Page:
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digitalmars.D - module/template name collision

reply markus_kranz gmx.net writes:
Hello!

When I compile

// Foo.d
// => module Foo; (implicitly)
interface Foo(T) {}
// end - Foo.d

// begin - Bar.d
// => module Bar; (implicitly)
import Foo;

class Bar(T) : Foo!(T) {}

int main() {
alias Bar!(int[]) intBar;

return 0;
}
// end - Bar.d

I get the following error message (linux version of dmd.134):

Bar.d(5): template instance Foo is not a template declaration, it is a import
Bar.d(5): Foo!(int[]) is used as a type
Bar.d(5): class Bar.Bar!(int[]).Bar base type must be class or interface, not
void
Bar.d(8): template instance Bar.Bar!(int[]) error instantiating

So a collision between module and template name foo.

I've two workarounds, but I don't like both of them:

(1) explicitly set name of module Foo to (e.g.) foo (and adapt the import in
Bar.d)
(2) rename file Foo.d to foo.d (of course this implicitly sets the module name
to foo)

I don't like the first one, because I find it annoying to be forced to name the
module explicitly artifical. And I'm not enthusiastic about the second one,
cause AFAIR in java it is a must that a file and a contained class are named
equally.
What I find a bit strange about the whole thing, is that leaving out the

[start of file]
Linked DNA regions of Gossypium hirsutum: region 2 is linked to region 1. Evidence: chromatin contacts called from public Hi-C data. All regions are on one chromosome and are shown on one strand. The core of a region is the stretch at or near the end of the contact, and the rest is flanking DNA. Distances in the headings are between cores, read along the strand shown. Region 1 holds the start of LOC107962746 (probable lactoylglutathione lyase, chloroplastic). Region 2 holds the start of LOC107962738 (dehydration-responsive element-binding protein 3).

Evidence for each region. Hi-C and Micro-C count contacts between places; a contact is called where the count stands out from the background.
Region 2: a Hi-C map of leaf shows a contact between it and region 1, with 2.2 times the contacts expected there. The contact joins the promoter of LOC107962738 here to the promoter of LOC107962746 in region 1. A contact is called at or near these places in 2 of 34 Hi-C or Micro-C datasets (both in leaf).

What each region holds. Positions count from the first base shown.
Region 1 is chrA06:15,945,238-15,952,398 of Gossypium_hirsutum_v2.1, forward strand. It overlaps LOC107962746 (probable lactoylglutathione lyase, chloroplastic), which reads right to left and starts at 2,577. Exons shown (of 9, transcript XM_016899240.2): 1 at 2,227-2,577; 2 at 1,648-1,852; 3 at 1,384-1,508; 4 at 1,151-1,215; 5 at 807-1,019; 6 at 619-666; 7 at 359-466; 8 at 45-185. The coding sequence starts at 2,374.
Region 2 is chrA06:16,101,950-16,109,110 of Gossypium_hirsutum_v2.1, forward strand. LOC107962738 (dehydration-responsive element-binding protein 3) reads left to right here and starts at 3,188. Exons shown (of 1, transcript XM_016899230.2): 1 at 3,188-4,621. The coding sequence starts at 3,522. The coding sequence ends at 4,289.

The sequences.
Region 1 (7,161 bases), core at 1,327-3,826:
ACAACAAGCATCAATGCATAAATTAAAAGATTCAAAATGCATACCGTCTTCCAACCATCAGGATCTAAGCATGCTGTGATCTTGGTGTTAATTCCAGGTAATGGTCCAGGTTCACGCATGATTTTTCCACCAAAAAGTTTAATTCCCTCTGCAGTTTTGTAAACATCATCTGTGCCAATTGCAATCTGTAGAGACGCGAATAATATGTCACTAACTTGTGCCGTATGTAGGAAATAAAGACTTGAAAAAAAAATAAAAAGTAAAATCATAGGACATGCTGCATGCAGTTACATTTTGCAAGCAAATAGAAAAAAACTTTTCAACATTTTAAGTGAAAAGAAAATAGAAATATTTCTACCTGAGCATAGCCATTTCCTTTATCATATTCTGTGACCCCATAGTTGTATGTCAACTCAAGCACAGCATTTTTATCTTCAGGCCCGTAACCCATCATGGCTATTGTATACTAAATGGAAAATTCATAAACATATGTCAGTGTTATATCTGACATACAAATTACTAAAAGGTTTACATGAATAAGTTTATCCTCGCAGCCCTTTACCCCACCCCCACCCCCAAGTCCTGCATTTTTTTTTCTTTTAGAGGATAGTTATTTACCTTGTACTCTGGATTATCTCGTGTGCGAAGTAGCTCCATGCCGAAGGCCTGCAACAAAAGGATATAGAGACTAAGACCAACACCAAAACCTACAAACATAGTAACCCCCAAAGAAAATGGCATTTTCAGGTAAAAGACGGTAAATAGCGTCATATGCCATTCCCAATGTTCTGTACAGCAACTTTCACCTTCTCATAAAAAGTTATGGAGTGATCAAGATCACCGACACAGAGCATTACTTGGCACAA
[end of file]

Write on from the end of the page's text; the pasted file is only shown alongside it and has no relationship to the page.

template stuff, there are no error messages at all. This is at least a bit
inconsistent, I think.

Any proposals which way to go? 
Are there concrete naming conventions for files and modules?

Best regards,
Markus
Oct 10 2005
parent reply "Ben Hinkle" <ben.hinkle gmail.com> writes:
<markus_kranz gmx.net> wrote in message 
news:dieof3$14ht$1 digitaldaemon.com...
 Hello!

 When I compile

 // Foo.d
 // => module Foo; (implicitly)
 interface Foo(T) {}
 // end - Foo.d

 // begin - Bar.d
 // => module Bar; (implicitly)
 import Foo;

 class Bar(T) : Foo!(T) {}

 int main() {
 alias Bar!(int[]) intBar;

 return 0;
 }
 // end - Bar.d

 I get the following error message (linux version of dmd.134):

 Bar.d(5): template instance Foo is not a template declaration, it is a 
 import
 Bar.d(5): Foo!(int[]) is used as a type
 Bar.d(5): class Bar.Bar!(int[]).Bar base type must be class or interface, 
 not
 void
 Bar.d(8): template instance Bar.Bar!(int[]) error instantiating

 So a collision between module and template name foo.

That is by design.
 I've two workarounds, but I don't like both of them:

 (1) explicitly set name of module Foo to (e.g.) foo (and adapt the import 
 in
 Bar.d)
 (2) rename file Foo.d to foo.d (of course this implicitly sets the module 
 name
 to foo)

 I don't like the first one, because I find it annoying to be forced to 
 name the
 module explicitly artifical. And I'm not enthusiastic about the second 
 one,
 cause AFAIR in java it is a must that a file and a contained class are 
 named
 equally.
 What I find a bit strange about the whole thing, is that leaving out the
 template stuff, there are no error messages at all. This is at least a bit